“It’s an issue that has to be addressed—and it has to be addressed head-on,” he advised.
Fr. Corpora stated that each Catholic diocese and all the parishes within need to adopt the same attitude about diversity that corporate US-America already has embraced, explaining that companies such as Bank of America, Delta Airlines, Intel, and Johnson and Johnson actively recruit Latino students on the Notre Dame campus. He said those companies realize the economic power that a growing U.S. Latino population controls and want to increase their market share and profits.
“Companies realize they’re not going to make it if they don’t get Carlos Rodríguez in,” he said. “NPR reported about a year ago that for every three white people who retire from the workforce, only one will take their place. The rest will be people of color.”
Fr. Corpora challenged the Catholic schools crowd to rethink their typical notions of cultural competence by relaying some glaring examples of how Mexican children are raised that could lead educators to make wrong assumptions about their behavior.
One example he gave is the way people shake hands. He told the crowd he was taught to “shake hands like a man” with a firm, hearty grasp “where you’d have to struggle for oxygen after you let go.” But Mexican children, on the other hand, are taught not to give a firm handshake “until there is a level of trust there.”
US-American children are taught to look their parents in the eye when they’re talking, he said. Otherwise, they’re perceived to be lying. Mexican children, on the other hand, are taught not to look other people in the eye. He explained that authority figures may take that mistakenly to mean the child is misbehaving or not telling the truth.
“I’m not saying one is right and one is wrong. Culture is at work all the time,” he said. “So we have to be constantly aware of how culture works in our lives.”
That cultural divide even extends to the differences in how US-American and Latin American parishioners view the behavior of Catholic priests.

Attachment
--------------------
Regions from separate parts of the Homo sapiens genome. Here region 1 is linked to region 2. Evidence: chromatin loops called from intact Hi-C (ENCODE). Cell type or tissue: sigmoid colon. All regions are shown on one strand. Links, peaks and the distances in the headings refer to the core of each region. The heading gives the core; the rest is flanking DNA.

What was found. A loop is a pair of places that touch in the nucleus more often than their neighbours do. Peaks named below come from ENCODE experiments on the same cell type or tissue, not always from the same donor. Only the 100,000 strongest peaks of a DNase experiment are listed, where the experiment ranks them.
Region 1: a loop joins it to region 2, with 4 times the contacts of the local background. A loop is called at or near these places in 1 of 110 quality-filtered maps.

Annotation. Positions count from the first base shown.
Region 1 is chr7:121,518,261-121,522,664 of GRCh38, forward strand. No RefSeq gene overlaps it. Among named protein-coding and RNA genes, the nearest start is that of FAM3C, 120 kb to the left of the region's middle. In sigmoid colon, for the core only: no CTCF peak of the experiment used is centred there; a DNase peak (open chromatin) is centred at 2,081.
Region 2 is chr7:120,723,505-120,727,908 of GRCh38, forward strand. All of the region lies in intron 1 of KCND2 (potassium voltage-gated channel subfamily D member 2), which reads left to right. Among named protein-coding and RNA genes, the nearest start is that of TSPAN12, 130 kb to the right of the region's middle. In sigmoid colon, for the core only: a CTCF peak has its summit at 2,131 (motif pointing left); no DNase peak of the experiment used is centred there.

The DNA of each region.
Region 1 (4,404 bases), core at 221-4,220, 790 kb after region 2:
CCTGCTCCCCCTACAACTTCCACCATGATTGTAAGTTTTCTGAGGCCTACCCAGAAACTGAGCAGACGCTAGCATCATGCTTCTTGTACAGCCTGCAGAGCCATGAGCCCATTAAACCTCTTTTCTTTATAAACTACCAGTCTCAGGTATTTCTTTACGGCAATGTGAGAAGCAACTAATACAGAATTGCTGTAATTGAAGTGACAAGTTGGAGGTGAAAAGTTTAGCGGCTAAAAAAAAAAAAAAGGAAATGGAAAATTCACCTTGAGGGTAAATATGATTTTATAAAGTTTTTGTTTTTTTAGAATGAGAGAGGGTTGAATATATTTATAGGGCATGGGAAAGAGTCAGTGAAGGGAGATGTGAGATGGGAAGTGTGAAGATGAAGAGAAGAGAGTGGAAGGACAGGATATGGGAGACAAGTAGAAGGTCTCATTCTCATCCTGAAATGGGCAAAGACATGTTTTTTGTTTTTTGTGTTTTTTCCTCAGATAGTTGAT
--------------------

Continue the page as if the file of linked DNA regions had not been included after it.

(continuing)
“In the United States, the one unforgivable sin against a priest is to break the vow of celibacy,” he said. “If you live in Latin America, the one unforgivable sin against a priest is anything against poverty. So if a priest there lives above the people, drives a car they can’t drive, goes on vacations they can’t afford, goes places they can only see from the outside—to them, it’s unforgivable.”
“I believe if we reach the kids in the parishes, it’s the right thing to do in the future,” said Garcia. “The kids will have a more open mind and can teach the parents.”
The effort comes at a critical time, as Ohio’s governor has proposed increased funding for an expansion of the state's Ed Choice school voucher program. Starting next year, kindergarteners from families who earn up to 200 percent of poverty level would be eligible for vouchers to attend charter or private schools.
That would go a long way toward making a Catholic school education more affordable for Latino families, as well as assist parochial schools to fill empty slots. But there is a catch for participating schools—they would receive $4,250 from the state for each eligible student who enrolls. But they would not be allowed to charge additional tuition.
“I think it’s about doing what’s right, not about the survival of the Catholic schools,” said García. “I think it’s the right thing to do, to open the doors to every nationality for the schools. We are one family and we are one faith.”